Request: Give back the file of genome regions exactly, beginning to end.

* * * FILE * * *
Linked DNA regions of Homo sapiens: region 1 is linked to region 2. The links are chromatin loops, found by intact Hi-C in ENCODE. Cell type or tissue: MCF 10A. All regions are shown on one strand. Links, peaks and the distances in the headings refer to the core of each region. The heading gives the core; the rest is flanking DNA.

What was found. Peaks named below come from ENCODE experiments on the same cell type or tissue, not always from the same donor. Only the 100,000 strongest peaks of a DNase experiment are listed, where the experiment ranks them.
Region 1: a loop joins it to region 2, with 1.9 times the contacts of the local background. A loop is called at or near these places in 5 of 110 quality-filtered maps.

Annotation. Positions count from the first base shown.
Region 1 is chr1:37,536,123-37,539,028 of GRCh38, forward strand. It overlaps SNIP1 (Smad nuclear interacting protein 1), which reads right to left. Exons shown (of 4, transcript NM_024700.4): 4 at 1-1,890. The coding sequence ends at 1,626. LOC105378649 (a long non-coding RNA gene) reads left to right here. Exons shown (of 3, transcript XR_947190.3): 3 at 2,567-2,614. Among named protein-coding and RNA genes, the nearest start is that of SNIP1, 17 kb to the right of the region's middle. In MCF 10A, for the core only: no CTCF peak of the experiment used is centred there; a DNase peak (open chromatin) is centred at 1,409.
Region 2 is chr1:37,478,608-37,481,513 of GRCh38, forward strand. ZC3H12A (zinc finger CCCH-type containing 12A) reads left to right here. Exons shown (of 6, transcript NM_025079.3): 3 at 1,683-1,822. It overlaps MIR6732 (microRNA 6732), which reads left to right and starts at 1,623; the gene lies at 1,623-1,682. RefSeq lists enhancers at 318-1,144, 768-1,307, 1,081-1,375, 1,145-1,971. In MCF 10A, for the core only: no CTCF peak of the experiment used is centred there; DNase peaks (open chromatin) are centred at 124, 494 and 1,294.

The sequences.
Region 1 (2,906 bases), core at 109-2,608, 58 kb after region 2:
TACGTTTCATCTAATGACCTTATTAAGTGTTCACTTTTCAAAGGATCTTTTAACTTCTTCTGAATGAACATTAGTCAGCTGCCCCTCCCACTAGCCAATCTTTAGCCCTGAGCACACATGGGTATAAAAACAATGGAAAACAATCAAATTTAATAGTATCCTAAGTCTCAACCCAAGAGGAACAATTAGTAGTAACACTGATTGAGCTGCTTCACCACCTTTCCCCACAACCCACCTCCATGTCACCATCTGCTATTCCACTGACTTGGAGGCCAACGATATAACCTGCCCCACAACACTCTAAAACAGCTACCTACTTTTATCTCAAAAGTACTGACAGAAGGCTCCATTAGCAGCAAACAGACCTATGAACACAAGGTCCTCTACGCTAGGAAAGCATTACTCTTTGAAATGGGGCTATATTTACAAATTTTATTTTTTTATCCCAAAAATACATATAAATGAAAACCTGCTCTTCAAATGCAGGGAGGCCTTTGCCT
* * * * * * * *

Linked DNA regions of Homo sapiens: region 1 is linked to region 2. The links are chromatin loops, found by intact Hi-C in ENCODE. Cell type or tissue: MCF 10A. All regions are shown on one strand. Links, peaks and the distances in the headings refer to the core of each region. The heading gives the core; the rest is flanking DNA.

What was found. Peaks named below come from ENCODE experiments on the same cell type or tissue, not always from the same donor. Only the 100,000 strongest peaks of a DNase experiment are listed, where the experiment ranks them.
Region 1: a loop joins it to region 2, with 1.9 times the contacts of the local background. A loop is called at or near these places in 5 of 110 quality-filtered maps.

Annotation. Positions count from the first base shown.
Region 1 is chr1:37,536,123-37,539,028 of GRCh38, forward strand. It overlaps SNIP1 (Smad nuclear interacting protein 1), which reads right to left. Exons shown (of 4, transcript NM_024700.4): 4 at 1-1,890. The coding sequence ends at 1,626. LOC105378649 (a long non-coding RNA gene) reads left to right here. Exons shown (of 3, transcript XR_947190.3): 3 at 2,567-2,614. Among named protein-coding and RNA genes, the nearest start is that of SNIP1, 17 kb to the right of the region's middle. In MCF 10A, for the core only: no CTCF peak of the experiment used is centred there; a DNase peak (open chromatin) is centred at 1,409.
Region 2 is chr1:37,478,608-37,481,513 of GRCh38, forward strand. ZC3H12A (zinc finger CCCH-type containing 12A) reads left to right here. Exons shown (of 6, transcript NM_025079.3): 3 at 1,683-1,822. It overlaps MIR6732 (microRNA 6732), which reads left to right and starts at 1,623; the gene lies at 1,623-1,682. RefSeq lists enhancers at 318-1,144, 768-1,307, 1,081-1,375, 1,145-1,971. In MCF 10A, for the core only: no CTCF peak of the experiment used is centred there; DNase peaks (open chromatin) are centred at 124, 494 and 1,294.

The sequences.
Region 1 (2,906 bases), core at 109-2,608, 58 kb after region 2:
TACGTTTCATCTAATGACCTTATTAAGTGTTCACTTTTCAAAGGATCTTTTAACTTCTTCTGAATGAACATTAGTCAGCTGCCCCTCCCACTAGCCAATCTTTAGCCCTGAGCACACATGGGTATAAAAACAATGGAAAACAATCAAATTTAATAGTATCCTAAGTCTCAACCCAAGAGGAACAATTAGTAGTAACACTGATTGAGCTGCTTCACCACCTTTCCCCACAACCCACCTCCATGTCACCATCTGCTATTCCACTGACTTGGAGGCCAACGATATAACCTGCCCCACAACACTCTAAAACAGCTACCTACTTTTATCTCAAAAGTACTGACAGAAGGCTCCATTAGCAGCAAACAGACCTATGAACACAAGGTCCTCTACGCTAGGAAAGCATTACTCTTTGAAATGGGGCTATATTTACAAATTTTATTTTTTTATCCCAAAAATACATATAAATGAAAACCTGCTCTTCAAATGCAGGGAGGCCTTTGCCT